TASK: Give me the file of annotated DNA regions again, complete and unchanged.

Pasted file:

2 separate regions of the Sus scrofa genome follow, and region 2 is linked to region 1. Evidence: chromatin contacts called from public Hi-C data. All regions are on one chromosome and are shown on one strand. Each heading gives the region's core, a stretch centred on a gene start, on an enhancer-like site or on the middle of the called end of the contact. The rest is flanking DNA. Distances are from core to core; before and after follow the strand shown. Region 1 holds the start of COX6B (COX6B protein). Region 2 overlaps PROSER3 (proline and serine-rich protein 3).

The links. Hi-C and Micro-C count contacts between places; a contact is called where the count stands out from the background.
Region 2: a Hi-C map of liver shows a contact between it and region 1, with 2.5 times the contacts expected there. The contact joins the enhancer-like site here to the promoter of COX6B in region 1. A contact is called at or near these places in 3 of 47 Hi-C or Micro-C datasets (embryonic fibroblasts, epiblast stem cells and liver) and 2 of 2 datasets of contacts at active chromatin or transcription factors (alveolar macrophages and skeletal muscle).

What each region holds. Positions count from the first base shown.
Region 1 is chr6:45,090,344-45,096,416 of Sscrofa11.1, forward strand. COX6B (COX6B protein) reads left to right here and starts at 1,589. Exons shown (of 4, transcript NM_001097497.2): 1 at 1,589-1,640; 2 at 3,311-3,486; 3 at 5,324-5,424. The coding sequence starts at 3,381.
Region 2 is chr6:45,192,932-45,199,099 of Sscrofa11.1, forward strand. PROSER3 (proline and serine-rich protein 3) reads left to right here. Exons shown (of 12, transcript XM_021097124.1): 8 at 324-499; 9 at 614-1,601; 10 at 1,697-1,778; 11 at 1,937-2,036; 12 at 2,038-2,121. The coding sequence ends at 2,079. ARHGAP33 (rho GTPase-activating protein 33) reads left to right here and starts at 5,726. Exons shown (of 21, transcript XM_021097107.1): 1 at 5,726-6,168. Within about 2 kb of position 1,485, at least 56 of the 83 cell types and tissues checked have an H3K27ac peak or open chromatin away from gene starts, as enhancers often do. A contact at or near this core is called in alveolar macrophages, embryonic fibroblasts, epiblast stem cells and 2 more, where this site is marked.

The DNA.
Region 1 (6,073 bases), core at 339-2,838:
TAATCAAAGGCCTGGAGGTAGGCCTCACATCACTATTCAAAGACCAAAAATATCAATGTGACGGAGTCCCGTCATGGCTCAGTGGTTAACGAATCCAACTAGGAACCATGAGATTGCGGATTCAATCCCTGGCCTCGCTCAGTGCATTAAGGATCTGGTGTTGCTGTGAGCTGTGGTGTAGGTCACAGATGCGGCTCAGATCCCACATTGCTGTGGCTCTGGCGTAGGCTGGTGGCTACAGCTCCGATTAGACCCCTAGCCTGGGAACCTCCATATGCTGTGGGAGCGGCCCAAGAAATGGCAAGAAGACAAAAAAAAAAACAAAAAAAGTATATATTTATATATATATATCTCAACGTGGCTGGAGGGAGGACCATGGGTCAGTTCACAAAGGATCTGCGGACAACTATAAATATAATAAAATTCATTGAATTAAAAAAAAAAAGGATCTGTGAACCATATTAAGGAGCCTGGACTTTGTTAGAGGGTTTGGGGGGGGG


2 separate regions of the Sus scrofa genome follow, and region 2 is linked to region 1. Evidence: chromatin contacts called from public Hi-C data. All regions are on one chromosome and are shown on one strand. Each heading gives the region's core, a stretch centred on a gene start, on an enhancer-like site or on the middle of the called end of the contact. The rest is flanking DNA. Distances are from core to core; before and after follow the strand shown. Region 1 holds the start of COX6B (COX6B protein). Region 2 overlaps PROSER3 (proline and serine-rich protein 3).

The links. Hi-C and Micro-C count contacts between places; a contact is called where the count stands out from the background.
Region 2: a Hi-C map of liver shows a contact between it and region 1, with 2.5 times the contacts expected there. The contact joins the enhancer-like site here to the promoter of COX6B in region 1. A contact is called at or near these places in 3 of 47 Hi-C or Micro-C datasets (embryonic fibroblasts, epiblast stem cells and liver) and 2 of 2 datasets of contacts at active chromatin or transcription factors (alveolar macrophages and skeletal muscle).

What each region holds. Positions count from the first base shown.
Region 1 is chr6:45,090,344-45,096,416 of Sscrofa11.1, forward strand. COX6B (COX6B protein) reads left to right here and starts at 1,589. Exons shown (of 4, transcript NM_001097497.2): 1 at 1,589-1,640; 2 at 3,311-3,486; 3 at 5,324-5,424. The coding sequence starts at 3,381.
Region 2 is chr6:45,192,932-45,199,099 of Sscrofa11.1, forward strand. PROSER3 (proline and serine-rich protein 3) reads left to right here. Exons shown (of 12, transcript XM_021097124.1): 8 at 324-499; 9 at 614-1,601; 10 at 1,697-1,778; 11 at 1,937-2,036; 12 at 2,038-2,121. The coding sequence ends at 2,079. ARHGAP33 (rho GTPase-activating protein 33) reads left to right here and starts at 5,726. Exons shown (of 21, transcript XM_021097107.1): 1 at 5,726-6,168. Within about 2 kb of position 1,485, at least 56 of the 83 cell types and tissues checked have an H3K27ac peak or open chromatin away from gene starts, as enhancers often do. A contact at or near this core is called in alveolar macrophages, embryonic fibroblasts, epiblast stem cells and 2 more, where this site is marked.

The DNA.
Region 1 (6,073 bases), core at 339-2,838:
TAATCAAAGGCCTGGAGGTAGGCCTCACATCACTATTCAAAGACCAAAAATATCAATGTGACGGAGTCCCGTCATGGCTCAGTGGTTAACGAATCCAACTAGGAACCATGAGATTGCGGATTCAATCCCTGGCCTCGCTCAGTGCATTAAGGATCTGGTGTTGCTGTGAGCTGTGGTGTAGGTCACAGATGCGGCTCAGATCCCACATTGCTGTGGCTCTGGCGTAGGCTGGTGGCTACAGCTCCGATTAGACCCCTAGCCTGGGAACCTCCATATGCTGTGGGAGCGGCCCAAGAAATGGCAAGAAGACAAAAAAAAAAACAAAAAAAGTATATATTTATATATATATATCTCAACGTGGCTGGAGGGAGGACCATGGGTCAGTTCACAAAGGATCTGCGGACAACTATAAATATAATAAAATTCATTGAATTAAAAAAAAAAAGGATCTGTGAACCATATTAAGGAGCCTGGACTTTGTTAGAGGGTTTGGGGGGGGG